“Replication. Repeating a symbol is the simplest way to strengthen its meaning. Jacques Saunière positioned himself in the shape of a five-pointed star.” If one pentacle is good, two is better.
Fache’s eyes followed the five points of Saunière’s arms, legs, and head as he again ran a hand across his slick hair. “Interesting analysis.” He paused. “And the nudity?” He grumbled as he spoke the word, sounding repulsed by the sight of an aging male body. “Why did he remove his clothing?”
Damned good question, Langdon thought. He’d been wondering the same thing ever since he first saw the Polaroid. His best guess was that a naked human form was yet another endorsement of Venus— the goddess of human sexuality. Although modern culture had erased much of Venus’s association with the male/female physical union, a sharp etymological eye could still spot a vestige of Venus’s
original meaning in the word “venereal.” Langdon decided not to go there.
“Mr. Fache, I obviously can’t tell you why Mr. Saunière drew that symbol on himself or placed himself in this way, but I can tell you that a man like Jacques Saunière would consider the pentacle a sign of the female deity. The correlation between this symbol and the sacred feminine is widely known by art historians and symbologists.”
“Fine. And the use of his own blood as ink?” “Obviously he had nothing else to write with.”
Fache was silent a moment. “Actually, I believe he used blood such that the police would follow certain forensic procedures.”
“Look at his left hand.”
Langdon’s eyes traced the length of the curator’s pale arm to his left hand but saw nothing. Uncertain, he circled the corpse and crouched down, now noting with surprise that the curator was clutching a large, felt-tipped marker.
“Saunière was holding it when we found him,” Fache said, leaving Langdon and moving several yards to a portable table covered with investigation tools, cables, and assorted electronic gear. “As I told you,” he said, rummaging around the table, “we have touched nothing. Are you familiar with this kind of pen?”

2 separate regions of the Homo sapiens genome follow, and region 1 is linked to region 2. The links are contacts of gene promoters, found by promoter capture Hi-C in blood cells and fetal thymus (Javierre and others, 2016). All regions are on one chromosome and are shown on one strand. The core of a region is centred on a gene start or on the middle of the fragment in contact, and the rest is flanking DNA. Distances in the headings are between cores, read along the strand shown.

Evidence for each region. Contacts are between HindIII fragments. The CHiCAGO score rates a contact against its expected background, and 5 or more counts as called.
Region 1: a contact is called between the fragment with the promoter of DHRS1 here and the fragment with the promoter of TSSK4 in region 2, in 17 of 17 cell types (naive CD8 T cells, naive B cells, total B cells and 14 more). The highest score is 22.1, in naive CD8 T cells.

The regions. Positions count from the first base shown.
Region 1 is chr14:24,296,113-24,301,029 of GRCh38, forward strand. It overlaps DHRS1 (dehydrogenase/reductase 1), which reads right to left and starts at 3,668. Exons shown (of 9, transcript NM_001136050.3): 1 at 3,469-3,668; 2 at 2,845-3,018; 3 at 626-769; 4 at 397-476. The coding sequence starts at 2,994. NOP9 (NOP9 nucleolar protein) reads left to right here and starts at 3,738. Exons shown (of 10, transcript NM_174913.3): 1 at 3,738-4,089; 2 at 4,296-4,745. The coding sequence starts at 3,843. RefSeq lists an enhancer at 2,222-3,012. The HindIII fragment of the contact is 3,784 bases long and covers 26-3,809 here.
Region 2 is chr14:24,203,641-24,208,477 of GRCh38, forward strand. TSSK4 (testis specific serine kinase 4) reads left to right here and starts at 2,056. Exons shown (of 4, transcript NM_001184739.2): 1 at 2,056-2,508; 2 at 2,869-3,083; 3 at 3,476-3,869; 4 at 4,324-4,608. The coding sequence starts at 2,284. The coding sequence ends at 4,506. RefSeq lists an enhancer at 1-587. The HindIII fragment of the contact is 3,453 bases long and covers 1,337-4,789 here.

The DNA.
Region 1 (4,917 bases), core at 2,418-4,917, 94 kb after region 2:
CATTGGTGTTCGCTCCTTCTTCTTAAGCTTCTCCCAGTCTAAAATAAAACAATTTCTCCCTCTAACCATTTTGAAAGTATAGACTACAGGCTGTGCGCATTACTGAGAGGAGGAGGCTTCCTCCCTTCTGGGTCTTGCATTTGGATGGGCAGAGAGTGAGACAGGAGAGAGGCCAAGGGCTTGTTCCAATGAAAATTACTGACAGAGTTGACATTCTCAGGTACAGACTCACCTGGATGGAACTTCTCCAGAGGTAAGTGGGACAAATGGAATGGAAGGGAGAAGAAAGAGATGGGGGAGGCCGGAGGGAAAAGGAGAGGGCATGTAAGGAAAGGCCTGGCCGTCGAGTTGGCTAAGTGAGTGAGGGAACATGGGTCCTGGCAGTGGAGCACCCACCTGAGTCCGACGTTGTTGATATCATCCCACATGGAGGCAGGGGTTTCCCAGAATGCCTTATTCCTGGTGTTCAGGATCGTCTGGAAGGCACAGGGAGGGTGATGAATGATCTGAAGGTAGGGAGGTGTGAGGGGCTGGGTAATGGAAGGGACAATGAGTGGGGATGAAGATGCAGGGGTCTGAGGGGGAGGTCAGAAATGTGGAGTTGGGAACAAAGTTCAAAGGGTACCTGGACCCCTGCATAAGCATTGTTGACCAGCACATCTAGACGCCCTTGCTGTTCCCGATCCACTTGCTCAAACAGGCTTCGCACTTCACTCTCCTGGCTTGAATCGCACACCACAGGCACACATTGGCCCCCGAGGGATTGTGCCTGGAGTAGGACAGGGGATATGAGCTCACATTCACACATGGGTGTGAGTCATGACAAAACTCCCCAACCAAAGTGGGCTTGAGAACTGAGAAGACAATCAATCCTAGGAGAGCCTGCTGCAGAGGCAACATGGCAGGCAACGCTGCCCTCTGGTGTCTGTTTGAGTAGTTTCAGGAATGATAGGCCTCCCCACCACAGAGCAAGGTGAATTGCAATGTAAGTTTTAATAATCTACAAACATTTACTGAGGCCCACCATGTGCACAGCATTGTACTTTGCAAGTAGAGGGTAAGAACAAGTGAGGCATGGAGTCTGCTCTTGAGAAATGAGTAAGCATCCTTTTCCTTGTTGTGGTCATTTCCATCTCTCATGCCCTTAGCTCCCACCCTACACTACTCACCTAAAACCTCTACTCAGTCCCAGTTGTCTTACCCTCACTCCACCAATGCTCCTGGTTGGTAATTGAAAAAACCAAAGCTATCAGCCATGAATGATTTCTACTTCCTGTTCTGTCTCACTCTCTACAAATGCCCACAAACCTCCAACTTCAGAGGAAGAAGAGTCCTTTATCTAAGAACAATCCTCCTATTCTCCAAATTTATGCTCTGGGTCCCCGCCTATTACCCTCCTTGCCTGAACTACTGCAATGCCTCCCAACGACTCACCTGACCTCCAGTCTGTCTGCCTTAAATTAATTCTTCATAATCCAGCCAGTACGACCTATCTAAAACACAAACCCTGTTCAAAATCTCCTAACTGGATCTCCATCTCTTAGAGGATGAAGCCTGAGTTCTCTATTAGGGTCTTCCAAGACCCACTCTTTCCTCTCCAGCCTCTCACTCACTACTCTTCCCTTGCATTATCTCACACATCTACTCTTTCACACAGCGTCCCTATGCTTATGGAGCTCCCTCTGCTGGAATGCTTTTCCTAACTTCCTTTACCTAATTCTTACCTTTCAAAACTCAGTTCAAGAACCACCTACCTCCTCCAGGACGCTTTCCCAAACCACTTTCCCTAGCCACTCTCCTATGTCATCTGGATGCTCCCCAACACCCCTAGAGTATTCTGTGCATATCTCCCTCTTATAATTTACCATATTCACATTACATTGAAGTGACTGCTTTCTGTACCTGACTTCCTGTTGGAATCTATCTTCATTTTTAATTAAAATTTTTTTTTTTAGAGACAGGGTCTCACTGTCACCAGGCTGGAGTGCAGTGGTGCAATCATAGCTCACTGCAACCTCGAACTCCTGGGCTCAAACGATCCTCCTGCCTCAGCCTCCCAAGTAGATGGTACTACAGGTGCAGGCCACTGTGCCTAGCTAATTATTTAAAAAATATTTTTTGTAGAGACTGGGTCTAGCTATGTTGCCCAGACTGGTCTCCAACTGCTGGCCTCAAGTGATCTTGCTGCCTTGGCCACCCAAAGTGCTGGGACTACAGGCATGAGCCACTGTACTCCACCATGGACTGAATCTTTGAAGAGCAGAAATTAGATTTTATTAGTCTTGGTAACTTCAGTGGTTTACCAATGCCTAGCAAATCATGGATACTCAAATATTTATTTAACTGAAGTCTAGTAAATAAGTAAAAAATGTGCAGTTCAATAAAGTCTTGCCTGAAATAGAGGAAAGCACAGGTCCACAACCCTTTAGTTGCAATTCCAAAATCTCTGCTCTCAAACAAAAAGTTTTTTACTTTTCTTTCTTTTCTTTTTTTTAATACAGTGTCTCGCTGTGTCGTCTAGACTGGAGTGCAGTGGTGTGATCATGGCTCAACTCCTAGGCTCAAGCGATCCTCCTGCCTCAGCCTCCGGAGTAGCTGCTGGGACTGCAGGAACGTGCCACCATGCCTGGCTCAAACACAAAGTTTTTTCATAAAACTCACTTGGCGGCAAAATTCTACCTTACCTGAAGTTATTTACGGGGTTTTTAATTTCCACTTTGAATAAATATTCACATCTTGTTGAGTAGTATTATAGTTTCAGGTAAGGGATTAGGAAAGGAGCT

Langdon knelt down farther to see the pen’s label.
STYLO DE LUMIERE NOIRE.
He glanced up in surprise.
The black-light pen or watermark stylus was a specialized felt- tipped marker originally designed by museums, restorers, and forgery police to place invisible marks on items. The stylus wrote in a noncorrosive, alcohol-based fluorescent ink that was visible only under black light. Nowadays, museum maintenance staffs carried these markers on their daily rounds to place invisible “tick marks” on the frames of paintings that needed restoration.
As Langdon stood up, Fache walked over to the spotlight and turned it off. The gallery plunged into sudden darkness.
Momentarily blinded, Langdon felt a rising uncertainty. Fache’s silhouette appeared, illuminated in bright purple. He approached carrying a portable light source, which shrouded him in a violet haze.
“As you may know,” Fache said, his eyes luminescing in the violet glow, “police use black-light illumination to search crime scenes for blood and other forensic evidence. So you can imagine our surprise